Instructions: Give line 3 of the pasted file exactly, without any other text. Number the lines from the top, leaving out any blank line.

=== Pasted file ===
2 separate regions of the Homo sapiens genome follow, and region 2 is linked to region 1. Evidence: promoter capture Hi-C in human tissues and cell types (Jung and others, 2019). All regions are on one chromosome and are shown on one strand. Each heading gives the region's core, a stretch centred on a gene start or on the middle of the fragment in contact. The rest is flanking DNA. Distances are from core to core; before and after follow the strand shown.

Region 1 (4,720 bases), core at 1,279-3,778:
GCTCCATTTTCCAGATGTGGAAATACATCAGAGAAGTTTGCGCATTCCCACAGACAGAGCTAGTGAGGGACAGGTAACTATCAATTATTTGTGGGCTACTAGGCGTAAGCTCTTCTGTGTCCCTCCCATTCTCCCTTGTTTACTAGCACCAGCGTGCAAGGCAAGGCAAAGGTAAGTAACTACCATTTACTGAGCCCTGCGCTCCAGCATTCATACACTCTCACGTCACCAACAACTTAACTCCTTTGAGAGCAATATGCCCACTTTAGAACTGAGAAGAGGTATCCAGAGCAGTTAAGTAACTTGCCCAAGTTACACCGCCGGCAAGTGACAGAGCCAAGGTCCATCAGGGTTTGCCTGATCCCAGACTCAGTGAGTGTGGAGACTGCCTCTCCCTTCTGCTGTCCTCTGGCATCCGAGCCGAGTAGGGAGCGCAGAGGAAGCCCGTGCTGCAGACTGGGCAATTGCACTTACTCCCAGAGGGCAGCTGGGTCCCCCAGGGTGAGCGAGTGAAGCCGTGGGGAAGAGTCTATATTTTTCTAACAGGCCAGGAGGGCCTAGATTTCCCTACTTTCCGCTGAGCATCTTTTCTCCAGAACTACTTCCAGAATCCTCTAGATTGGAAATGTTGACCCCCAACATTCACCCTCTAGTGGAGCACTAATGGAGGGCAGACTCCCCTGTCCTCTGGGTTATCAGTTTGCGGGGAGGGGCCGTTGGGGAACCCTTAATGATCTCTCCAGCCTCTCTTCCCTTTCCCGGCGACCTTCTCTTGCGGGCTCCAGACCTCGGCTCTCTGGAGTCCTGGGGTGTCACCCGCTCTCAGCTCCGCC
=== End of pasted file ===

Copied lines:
GCTCCATTTTCCAGATGTGGAAATACATCAGAGAAGTTTGCGCATTCCCACAGACAGAGCTAGTGAGGGACAGGTAACTATCAATTATTTGTGGGCTACTAGGCGTAAGCTCTTCTGTGTCCCTCCCATTCTCCCTTGTTTACTAGCACCAGCGTGCAAGGCAAGGCAAAGGTAAGTAACTACCATTTACTGAGCCCTGCGCTCCAGCATTCATACACTCTCACGTCACCAACAACTTAACTCCTTTGAGAGCAATATGCCCACTTTAGAACTGAGAAGAGGTATCCAGAGCAGTTAAGTAACTTGCCCAAGTTACACCGCCGGCAAGTGACAGAGCCAAGGTCCATCAGGGTTTGCCTGATCCCAGACTCAGTGAGTGTGGAGACTGCCTCTCCCTTCTGCTGTCCTCTGGCATCCGAGCCGAGTAGGGAGCGCAGAGGAAGCCCGTGCTGCAGACTGGGCAATTGCACTTACTCCCAGAGGGCAGCTGGGTCCCCCAGGGTGAGCGAGTGAAGCCGTGGGGAAGAGTCTATATTTTTCTAACAGGCCAGGAGGGCCTAGATTTCCCTACTTTCCGCTGAGCATCTTTTCTCCAGAACTACTTCCAGAATCCTCTAGATTGGAAATGTTGACCCCCAACATTCACCCTCTAGTGGAGCACTAATGGAGGGCAGACTCCCCTGTCCTCTGGGTTATCAGTTTGCGGGGAGGGGCCGTTGGGGAACCCTTAATGATCTCTCCAGCCTCTCTTCCCTTTCCCGGCGACCTTCTCTTGCGGGCTCCAGACCTCGGCTCTCTGGAGTCCTGGGGTGTCACCCGCTCTCAGCTCCGCC